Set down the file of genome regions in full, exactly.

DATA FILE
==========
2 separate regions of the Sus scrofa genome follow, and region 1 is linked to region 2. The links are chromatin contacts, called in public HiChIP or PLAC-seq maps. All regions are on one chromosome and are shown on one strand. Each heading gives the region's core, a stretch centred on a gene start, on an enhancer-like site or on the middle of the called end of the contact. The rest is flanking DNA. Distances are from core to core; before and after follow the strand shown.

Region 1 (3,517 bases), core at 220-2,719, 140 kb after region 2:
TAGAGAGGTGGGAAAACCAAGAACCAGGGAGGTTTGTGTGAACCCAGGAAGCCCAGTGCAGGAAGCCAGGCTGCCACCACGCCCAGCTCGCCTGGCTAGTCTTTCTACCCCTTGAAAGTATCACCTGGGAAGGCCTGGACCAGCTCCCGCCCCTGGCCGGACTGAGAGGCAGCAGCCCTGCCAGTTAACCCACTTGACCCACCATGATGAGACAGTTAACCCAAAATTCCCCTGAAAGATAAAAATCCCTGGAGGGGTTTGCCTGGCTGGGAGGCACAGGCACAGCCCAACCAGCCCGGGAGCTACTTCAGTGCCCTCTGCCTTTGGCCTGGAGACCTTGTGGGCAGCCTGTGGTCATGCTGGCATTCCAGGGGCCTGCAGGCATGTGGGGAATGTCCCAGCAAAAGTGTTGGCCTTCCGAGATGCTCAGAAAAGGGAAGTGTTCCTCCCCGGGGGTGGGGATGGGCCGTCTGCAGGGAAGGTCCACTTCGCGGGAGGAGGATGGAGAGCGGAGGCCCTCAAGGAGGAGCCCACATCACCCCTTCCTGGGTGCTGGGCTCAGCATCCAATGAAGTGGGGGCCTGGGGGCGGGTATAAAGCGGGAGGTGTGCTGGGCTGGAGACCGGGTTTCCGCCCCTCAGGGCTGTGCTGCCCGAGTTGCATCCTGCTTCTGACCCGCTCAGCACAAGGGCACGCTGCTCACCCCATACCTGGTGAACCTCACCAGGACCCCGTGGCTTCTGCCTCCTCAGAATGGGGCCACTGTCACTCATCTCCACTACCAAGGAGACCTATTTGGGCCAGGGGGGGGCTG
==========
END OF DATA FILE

2 separate regions of the Sus scrofa genome follow, and region 1 is linked to region 2. The links are chromatin contacts, called in public HiChIP or PLAC-seq maps. All regions are on one chromosome and are shown on one strand. Each heading gives the region's core, a stretch centred on a gene start, on an enhancer-like site or on the middle of the called end of the contact. The rest is flanking DNA. Distances are from core to core; before and after follow the strand shown.

Region 1 (3,517 bases), core at 220-2,719, 140 kb after region 2:
TAGAGAGGTGGGAAAACCAAGAACCAGGGAGGTTTGTGTGAACCCAGGAAGCCCAGTGCAGGAAGCCAGGCTGCCACCACGCCCAGCTCGCCTGGCTAGTCTTTCTACCCCTTGAAAGTATCACCTGGGAAGGCCTGGACCAGCTCCCGCCCCTGGCCGGACTGAGAGGCAGCAGCCCTGCCAGTTAACCCACTTGACCCACCATGATGAGACAGTTAACCCAAAATTCCCCTGAAAGATAAAAATCCCTGGAGGGGTTTGCCTGGCTGGGAGGCACAGGCACAGCCCAACCAGCCCGGGAGCTACTTCAGTGCCCTCTGCCTTTGGCCTGGAGACCTTGTGGGCAGCCTGTGGTCATGCTGGCATTCCAGGGGCCTGCAGGCATGTGGGGAATGTCCCAGCAAAAGTGTTGGCCTTCCGAGATGCTCAGAAAAGGGAAGTGTTCCTCCCCGGGGGTGGGGATGGGCCGTCTGCAGGGAAGGTCCACTTCGCGGGAGGAGGATGGAGAGCGGAGGCCCTCAAGGAGGAGCCCACATCACCCCTTCCTGGGTGCTGGGCTCAGCATCCAATGAAGTGGGGGCCTGGGGGCGGGTATAAAGCGGGAGGTGTGCTGGGCTGGAGACCGGGTTTCCGCCCCTCAGGGCTGTGCTGCCCGAGTTGCATCCTGCTTCTGACCCGCTCAGCACAAGGGCACGCTGCTCACCCCATACCTGGTGAACCTCACCAGGACCCCGTGGCTTCTGCCTCCTCAGAATGGGGCCACTGTCACTCATCTCCACTACCAAGGAGACCTATTTGGGCCAGGGGGGGGCTG